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There has been a bit going on this year in my neck of the woods: seeing The Weight of Light have its world premiere in Canberra and then performed in Goulburn and Sydney (plus two other music projects but more on these at a later date) and a final spit and polish of Bodies of Men before it heads into the world in April/May 2019. As always, reading has been the foundation. Stillness and immersion and revelation and depth: there will never be anything like it.

The following is not really a ‘best of’; it’s just a list of work that I have read that has got beneath my skin.

In Terra Nullius, Claire G. Coleman, a writer from Western Australia who identifies with the South Coast Noongar people, reveals the horrors and hypocrisies that underpin contemporary Australia. In a way, perhaps, the novel is speculative fiction, but the scenario is far too present to be ignored, as are the uncomfortable truths it reveals. This is one of the most unique novels I have read in years.

Speaking of unique, a work that I almost literally gobbled up is The Long Take by Robin Robertson. A verse novel, the narrative follows a D-Day veteran as he travels across the US so he can piece his life together. Rather surprisingly The Long Take is as much about urban planning and design as it is about war; there are also evocations of Hollywood. Disintegration appears to be the unifying theme, but this is not a grim read, nor is it inaccessible. Truly remarkable.

With her trademark lyricism, Robyn Cadwallader in Book of Colours brings to life the people and politics behind the making of a fourteenth-century prayer book; the novel is also about the making of art in general. It is fascinating – and highly moving – from first page to last. A beautiful novel in every way.

Also beautiful is Inga Simpson’s Understory, which is a chronicle of the author’s profound attachment to a small patch of Queensland forest. This is much more than a tree-change memoir: it is also about the desire to live a creative life and the need to find and survive love. Very moving.

Two poetry collections especially resonated: Melinda Smith’s Goodbye, Cruel and Kumukanda by Kayo Chingonyi. In the former, Smith once again displays her extraordinary range, moving seemingly effortlessly from the dramatic to the deep historic. In the latter, Chingonyi investigates music, masculinity and racism, in a tone that reads to me as muscular melancholia – it is wonderful. Both collections I have read more than once.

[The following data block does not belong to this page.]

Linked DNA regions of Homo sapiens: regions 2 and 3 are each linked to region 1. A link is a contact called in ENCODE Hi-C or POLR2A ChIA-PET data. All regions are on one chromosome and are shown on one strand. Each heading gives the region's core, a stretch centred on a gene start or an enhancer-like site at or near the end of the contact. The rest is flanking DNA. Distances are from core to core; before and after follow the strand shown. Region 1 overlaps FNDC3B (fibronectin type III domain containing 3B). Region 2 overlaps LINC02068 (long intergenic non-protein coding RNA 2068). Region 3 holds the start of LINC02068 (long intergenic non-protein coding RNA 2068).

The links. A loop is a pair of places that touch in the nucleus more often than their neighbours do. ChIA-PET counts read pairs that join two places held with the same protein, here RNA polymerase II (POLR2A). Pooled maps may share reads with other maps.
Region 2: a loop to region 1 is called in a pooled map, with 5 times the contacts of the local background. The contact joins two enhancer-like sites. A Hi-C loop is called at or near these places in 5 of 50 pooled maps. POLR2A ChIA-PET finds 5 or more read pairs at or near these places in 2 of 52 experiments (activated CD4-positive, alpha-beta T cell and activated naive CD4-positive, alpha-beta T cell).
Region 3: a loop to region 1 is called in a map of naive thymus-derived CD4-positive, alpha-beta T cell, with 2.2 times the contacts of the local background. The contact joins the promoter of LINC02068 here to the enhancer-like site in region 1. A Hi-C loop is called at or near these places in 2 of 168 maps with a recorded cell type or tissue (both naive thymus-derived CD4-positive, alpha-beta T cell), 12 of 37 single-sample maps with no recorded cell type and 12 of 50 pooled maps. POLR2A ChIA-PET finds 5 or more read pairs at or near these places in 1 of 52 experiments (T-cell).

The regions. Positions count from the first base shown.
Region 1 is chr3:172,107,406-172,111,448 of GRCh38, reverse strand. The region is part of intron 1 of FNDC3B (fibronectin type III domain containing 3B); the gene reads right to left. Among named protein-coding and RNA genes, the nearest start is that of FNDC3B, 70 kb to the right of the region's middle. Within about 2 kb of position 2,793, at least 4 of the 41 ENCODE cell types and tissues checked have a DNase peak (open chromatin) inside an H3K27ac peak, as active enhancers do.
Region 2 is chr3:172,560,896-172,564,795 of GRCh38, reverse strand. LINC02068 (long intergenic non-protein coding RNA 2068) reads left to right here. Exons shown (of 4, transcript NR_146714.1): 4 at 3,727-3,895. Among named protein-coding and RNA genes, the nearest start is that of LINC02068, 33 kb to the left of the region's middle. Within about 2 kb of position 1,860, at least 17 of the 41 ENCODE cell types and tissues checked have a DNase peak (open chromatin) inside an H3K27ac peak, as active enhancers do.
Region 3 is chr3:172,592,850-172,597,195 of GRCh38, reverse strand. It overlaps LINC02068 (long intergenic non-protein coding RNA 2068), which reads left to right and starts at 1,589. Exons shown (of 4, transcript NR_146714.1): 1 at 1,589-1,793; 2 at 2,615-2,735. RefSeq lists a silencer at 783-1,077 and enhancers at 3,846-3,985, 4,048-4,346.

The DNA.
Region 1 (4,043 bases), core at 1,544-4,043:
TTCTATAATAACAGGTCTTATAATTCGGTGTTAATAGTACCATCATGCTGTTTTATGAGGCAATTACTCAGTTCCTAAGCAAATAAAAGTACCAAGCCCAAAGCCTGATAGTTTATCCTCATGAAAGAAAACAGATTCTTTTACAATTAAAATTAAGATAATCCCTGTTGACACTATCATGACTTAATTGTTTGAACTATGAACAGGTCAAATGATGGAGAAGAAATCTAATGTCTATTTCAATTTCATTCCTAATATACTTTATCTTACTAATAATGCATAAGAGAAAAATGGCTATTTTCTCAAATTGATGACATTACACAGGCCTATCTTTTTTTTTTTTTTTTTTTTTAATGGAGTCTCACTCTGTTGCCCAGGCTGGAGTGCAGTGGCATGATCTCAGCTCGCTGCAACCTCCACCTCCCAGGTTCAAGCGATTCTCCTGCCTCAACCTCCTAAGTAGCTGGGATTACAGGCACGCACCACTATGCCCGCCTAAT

As others have said, Andrew Sean Greer’s Less is a surprisingly light read for a Pulitzer Prize-winner. It is a warm and accessible read, but it is ultimately a deeply yearning hymn to modern love in a global world. Although often hilarious, Less is also a broken-hearted novel and deserves to be read until the end for its full impact to be experienced.

A second heartbreaking novel from this year, though it is also brain- and soul-breaking, is Taboo by Kim Scott. Another writer of Noongar decent, Scott has created a deeply affecting story about race relations in Australia. In spare but lyrical – at times literally magical – prose, Scott writes about the layers of this country’s history that are far too often glossed over to tell a more appealing but largely false narrative. Taboo is powerful and very necessary.

I also thoroughly enjoyed The Life to Come by Michelle de Kretser and, though it took me a long time (years) to get to it, The Yellow Birds by Kevin Powers, as well as On Patriotism by Paul Daley and No Country Woman: A memoir of not belonging by Zoya Patel.

Much of this year was dedicated to reading gay fiction, which I wrote about for Meanjin. I also loved All Being Equal from Griffith Review, because it includes a suite of novellas that explore the contemporary gay experience, and because the stories are deeply moving.

Finally, I was lucky enough to read advance copies of two wonderfully adventurous novels that will be released in 2019: The Artist’s Portrait by Julie Keys, which in a memorably unflinching voice reveals the complex and often fraught nature of creative identity; and Karen Viggers’ The Orchardist’s Daughter – told in the author’s typically unaffected prose, the novel explores the web of relationships and competing viewpoints that exist in and around a Tasmanian forest. Here’s hoping both novels will be much discussed and find a broad audience.

It is, in a way, an act of withdrawal, and I worry about it sometimes.

I am spending more and more time reading and alone. How healthy can that be? But let’s be honest: for a natural hermit, it is very healthy, especially when I am fortunate to have a room dedicated to books—a private library.

Eight years ago, partly due to good luck and partly due to a desire to put literature at the centre of my being, I left Canberra for a town an hour away, in regional New South Wales. Although I would need to continue earning an income, I could, if luck kept smiling on me, live on the smell of an oily rag. My plan was to spend the majority of each week writing, but I have found, thankfully, that I am spending as much time reading—day after day of it, all in the smallest room in my crumbling old cottage.